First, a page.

Students Do Not Need Campus Political Parties to Be Politically Active
This fall, as thousands of new students pile into colleges and universities, they will explore the many clubs and student societies on offer. Many of them will join the youth or student wings of mainstream political parties, which will be especially prominent given the upcoming election in the United States.
Students wanting to join political parties is itself laudable. Youth turnout in American and Canadian elections is notoriously small, and students who join a party are presumably more likely to vote. However, joining a formal political party — or even voting for one — is by no means the only way to get involved in politics on campus. There are many organizations that push political agendas that offer students opportunities to change their world beyond the quadrennial horse races. Students would do better to prioritize engagement in these non-party organizations: for the investment of time, their potential for meaningful change is better than that of the traditional political parties.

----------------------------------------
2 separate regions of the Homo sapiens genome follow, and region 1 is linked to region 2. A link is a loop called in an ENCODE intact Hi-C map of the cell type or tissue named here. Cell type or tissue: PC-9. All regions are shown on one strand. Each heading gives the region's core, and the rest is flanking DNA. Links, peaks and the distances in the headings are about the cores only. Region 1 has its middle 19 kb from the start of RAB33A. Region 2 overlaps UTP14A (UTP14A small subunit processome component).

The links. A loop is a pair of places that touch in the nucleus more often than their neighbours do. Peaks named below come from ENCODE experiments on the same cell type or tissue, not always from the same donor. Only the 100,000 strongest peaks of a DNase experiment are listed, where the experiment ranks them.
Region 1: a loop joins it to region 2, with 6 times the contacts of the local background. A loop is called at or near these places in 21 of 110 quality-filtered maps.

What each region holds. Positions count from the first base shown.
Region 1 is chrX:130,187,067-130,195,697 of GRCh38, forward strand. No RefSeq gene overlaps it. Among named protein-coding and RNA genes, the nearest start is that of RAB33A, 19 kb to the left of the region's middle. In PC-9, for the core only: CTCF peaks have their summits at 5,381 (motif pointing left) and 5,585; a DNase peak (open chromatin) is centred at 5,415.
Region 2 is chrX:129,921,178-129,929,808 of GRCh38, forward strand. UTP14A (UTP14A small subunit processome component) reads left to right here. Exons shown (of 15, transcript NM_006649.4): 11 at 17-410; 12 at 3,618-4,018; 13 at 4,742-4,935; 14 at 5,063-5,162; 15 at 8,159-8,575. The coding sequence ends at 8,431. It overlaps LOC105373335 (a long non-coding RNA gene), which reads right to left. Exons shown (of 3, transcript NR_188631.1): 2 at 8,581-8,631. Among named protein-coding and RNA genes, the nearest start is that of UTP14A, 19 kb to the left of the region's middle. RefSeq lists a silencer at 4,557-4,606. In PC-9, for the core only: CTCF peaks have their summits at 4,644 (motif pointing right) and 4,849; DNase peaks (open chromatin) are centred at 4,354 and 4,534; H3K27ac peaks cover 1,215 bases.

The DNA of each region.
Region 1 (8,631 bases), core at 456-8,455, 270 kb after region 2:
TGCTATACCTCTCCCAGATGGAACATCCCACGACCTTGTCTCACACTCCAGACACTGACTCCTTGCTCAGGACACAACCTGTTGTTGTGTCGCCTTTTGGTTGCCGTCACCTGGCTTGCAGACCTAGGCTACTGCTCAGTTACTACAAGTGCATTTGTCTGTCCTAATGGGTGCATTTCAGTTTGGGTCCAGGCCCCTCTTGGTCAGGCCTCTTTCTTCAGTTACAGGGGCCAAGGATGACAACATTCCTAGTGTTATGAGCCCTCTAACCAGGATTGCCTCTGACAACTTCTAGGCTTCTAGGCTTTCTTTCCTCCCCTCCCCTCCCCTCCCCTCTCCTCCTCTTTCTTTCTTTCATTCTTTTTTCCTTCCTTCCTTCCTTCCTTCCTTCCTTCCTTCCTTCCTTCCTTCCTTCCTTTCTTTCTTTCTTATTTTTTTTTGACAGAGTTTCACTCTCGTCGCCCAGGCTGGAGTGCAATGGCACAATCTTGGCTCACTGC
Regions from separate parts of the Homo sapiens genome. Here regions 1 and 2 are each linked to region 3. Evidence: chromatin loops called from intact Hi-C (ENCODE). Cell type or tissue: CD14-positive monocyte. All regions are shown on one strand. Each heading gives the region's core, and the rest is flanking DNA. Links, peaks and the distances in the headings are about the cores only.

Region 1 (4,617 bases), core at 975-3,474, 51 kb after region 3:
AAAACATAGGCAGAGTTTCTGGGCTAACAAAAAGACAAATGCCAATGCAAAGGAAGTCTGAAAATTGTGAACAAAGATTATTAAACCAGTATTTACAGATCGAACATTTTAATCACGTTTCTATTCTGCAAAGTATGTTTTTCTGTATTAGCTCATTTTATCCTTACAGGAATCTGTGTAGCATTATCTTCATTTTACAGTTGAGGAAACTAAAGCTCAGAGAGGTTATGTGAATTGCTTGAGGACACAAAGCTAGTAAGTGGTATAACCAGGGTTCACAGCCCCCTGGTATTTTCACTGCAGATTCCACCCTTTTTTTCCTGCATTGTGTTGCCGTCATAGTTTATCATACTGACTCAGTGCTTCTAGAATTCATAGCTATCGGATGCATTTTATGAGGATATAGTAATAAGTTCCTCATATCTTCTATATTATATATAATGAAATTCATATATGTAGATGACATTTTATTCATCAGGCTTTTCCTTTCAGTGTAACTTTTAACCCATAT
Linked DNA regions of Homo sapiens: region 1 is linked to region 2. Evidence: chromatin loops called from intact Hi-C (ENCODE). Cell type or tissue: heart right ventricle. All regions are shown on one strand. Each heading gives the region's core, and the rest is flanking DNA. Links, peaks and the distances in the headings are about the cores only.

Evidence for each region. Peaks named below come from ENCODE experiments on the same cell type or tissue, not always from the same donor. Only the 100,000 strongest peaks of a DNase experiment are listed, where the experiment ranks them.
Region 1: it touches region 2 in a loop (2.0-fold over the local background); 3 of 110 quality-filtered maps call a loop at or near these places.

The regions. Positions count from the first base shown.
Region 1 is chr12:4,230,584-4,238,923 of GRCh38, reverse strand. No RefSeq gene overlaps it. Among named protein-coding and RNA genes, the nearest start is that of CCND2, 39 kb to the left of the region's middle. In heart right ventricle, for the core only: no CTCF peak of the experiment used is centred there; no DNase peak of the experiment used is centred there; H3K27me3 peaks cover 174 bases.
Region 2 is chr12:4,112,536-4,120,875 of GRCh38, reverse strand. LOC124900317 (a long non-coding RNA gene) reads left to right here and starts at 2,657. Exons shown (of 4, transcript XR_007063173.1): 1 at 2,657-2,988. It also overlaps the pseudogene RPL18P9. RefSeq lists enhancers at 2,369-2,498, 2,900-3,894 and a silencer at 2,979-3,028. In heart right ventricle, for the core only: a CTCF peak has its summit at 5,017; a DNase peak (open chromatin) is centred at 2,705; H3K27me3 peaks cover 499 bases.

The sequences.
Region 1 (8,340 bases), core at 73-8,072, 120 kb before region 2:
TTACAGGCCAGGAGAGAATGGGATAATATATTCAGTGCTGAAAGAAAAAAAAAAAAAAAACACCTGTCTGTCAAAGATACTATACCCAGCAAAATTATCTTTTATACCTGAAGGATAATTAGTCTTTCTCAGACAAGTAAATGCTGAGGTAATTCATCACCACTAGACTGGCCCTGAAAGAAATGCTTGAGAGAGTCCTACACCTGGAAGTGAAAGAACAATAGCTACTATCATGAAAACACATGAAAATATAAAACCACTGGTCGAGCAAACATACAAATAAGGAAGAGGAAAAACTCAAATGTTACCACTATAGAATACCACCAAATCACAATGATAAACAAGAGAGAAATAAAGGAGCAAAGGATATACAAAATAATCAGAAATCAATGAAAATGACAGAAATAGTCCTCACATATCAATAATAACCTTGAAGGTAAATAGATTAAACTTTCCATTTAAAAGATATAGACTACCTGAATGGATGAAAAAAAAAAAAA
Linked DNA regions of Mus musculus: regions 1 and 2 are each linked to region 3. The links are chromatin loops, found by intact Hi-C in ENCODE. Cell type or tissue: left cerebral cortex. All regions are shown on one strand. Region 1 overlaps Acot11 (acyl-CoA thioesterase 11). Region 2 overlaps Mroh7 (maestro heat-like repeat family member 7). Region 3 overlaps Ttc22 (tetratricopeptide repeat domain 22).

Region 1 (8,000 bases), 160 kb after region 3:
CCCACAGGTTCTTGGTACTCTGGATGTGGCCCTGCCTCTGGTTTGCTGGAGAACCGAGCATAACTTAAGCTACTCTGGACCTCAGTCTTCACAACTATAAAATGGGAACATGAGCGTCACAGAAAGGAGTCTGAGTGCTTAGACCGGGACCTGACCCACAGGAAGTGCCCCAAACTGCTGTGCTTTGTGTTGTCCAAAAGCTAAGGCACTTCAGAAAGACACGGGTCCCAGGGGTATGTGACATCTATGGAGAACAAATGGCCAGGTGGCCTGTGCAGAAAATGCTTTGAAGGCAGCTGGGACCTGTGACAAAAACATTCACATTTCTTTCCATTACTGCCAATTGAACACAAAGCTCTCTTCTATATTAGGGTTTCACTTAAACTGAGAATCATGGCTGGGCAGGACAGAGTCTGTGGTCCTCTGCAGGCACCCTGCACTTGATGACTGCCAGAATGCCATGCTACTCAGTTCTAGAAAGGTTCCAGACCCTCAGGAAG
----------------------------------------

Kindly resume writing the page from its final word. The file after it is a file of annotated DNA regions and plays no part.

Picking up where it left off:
Every campus has clubs advocating for specific but important causes, and several (at least in Canada) have a Public Interest Research Group (PIRG), which is a group that agitates for social justice goals both mundane and controversial. Moreover, most if not all full-time post-secondary students do not need to join a club to be part of a political organization. Canadian students are automatically members of a student group called a student union or student government that is charged with providing services and representing its members to school administrators and to others. (I cannot speak first hand to the American situation, but I am pretty sure that it is similar). While many people pretend that this student government representation should be non-political, the fact is, every college and university is its own community, and decisions that affect that community are political in their own way. Relatively few student unions go all in with controversial positions (divesting finances from Israel, for example), but they all still advocate for their members on matters like tuition fees and allocation of student spaces. Those decisions affect the institution’s resources, which in turn indirectly affects the economies of the local communities (and the state or provincial budgets for public institutions). Since membership in these student societies is mandatory, every student is involved in a political organization whether they like it or not. It therefore behooves them to get engaged with their student union/government in order to shape it in a way that best suits their views.